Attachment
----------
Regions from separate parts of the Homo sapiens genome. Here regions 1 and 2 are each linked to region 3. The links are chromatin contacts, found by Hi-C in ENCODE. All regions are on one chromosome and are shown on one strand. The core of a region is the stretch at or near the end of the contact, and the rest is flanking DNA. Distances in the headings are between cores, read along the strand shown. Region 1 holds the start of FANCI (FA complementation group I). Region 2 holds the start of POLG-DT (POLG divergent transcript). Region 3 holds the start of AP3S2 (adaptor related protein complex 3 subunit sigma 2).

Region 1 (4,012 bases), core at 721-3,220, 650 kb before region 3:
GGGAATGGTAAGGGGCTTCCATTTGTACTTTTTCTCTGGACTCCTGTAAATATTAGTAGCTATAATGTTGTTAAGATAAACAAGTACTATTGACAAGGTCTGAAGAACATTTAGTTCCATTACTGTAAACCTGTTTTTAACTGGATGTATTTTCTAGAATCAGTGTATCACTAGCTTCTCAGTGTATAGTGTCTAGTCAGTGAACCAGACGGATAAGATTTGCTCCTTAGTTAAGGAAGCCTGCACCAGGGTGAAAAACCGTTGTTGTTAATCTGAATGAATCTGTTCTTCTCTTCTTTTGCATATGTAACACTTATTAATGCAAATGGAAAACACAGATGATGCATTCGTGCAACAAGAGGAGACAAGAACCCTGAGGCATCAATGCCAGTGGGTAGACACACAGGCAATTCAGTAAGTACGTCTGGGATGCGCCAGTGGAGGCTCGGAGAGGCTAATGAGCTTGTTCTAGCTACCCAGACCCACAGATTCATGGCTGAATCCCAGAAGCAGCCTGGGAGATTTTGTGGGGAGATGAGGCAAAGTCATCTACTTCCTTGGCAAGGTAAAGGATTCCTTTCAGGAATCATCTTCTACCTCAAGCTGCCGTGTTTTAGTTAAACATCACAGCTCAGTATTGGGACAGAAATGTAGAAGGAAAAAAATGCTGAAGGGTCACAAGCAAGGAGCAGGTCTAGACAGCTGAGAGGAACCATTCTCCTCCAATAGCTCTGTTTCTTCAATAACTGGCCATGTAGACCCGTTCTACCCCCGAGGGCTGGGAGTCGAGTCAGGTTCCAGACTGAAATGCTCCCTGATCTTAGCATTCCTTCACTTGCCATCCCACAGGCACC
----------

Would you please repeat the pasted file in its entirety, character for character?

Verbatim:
Regions from separate parts of the Homo sapiens genome. Here regions 1 and 2 are each linked to region 3. The links are chromatin contacts, found by Hi-C in ENCODE. All regions are on one chromosome and are shown on one strand. The core of a region is the stretch at or near the end of the contact, and the rest is flanking DNA. Distances in the headings are between cores, read along the strand shown. Region 1 holds the start of FANCI (FA complementation group I). Region 2 holds the start of POLG-DT (POLG divergent transcript). Region 3 holds the start of AP3S2 (adaptor related protein complex 3 subunit sigma 2).

Region 1 (4,012 bases), core at 721-3,220, 650 kb before region 3:
GGGAATGGTAAGGGGCTTCCATTTGTACTTTTTCTCTGGACTCCTGTAAATATTAGTAGCTATAATGTTGTTAAGATAAACAAGTACTATTGACAAGGTCTGAAGAACATTTAGTTCCATTACTGTAAACCTGTTTTTAACTGGATGTATTTTCTAGAATCAGTGTATCACTAGCTTCTCAGTGTATAGTGTCTAGTCAGTGAACCAGACGGATAAGATTTGCTCCTTAGTTAAGGAAGCCTGCACCAGGGTGAAAAACCGTTGTTGTTAATCTGAATGAATCTGTTCTTCTCTTCTTTTGCATATGTAACACTTATTAATGCAAATGGAAAACACAGATGATGCATTCGTGCAACAAGAGGAGACAAGAACCCTGAGGCATCAATGCCAGTGGGTAGACACACAGGCAATTCAGTAAGTACGTCTGGGATGCGCCAGTGGAGGCTCGGAGAGGCTAATGAGCTTGTTCTAGCTACCCAGACCCACAGATTCATGGCTGAATCCCAGAAGCAGCCTGGGAGATTTTGTGGGGAGATGAGGCAAAGTCATCTACTTCCTTGGCAAGGTAAAGGATTCCTTTCAGGAATCATCTTCTACCTCAAGCTGCCGTGTTTTAGTTAAACATCACAGCTCAGTATTGGGACAGAAATGTAGAAGGAAAAAAATGCTGAAGGGTCACAAGCAAGGAGCAGGTCTAGACAGCTGAGAGGAACCATTCTCCTCCAATAGCTCTGTTTCTTCAATAACTGGCCATGTAGACCCGTTCTACCCCCGAGGGCTGGGAGTCGAGTCAGGTTCCAGACTGAAATGCTCCCTGATCTTAGCATTCCTTCACTTGCCATCCCACAGGCACC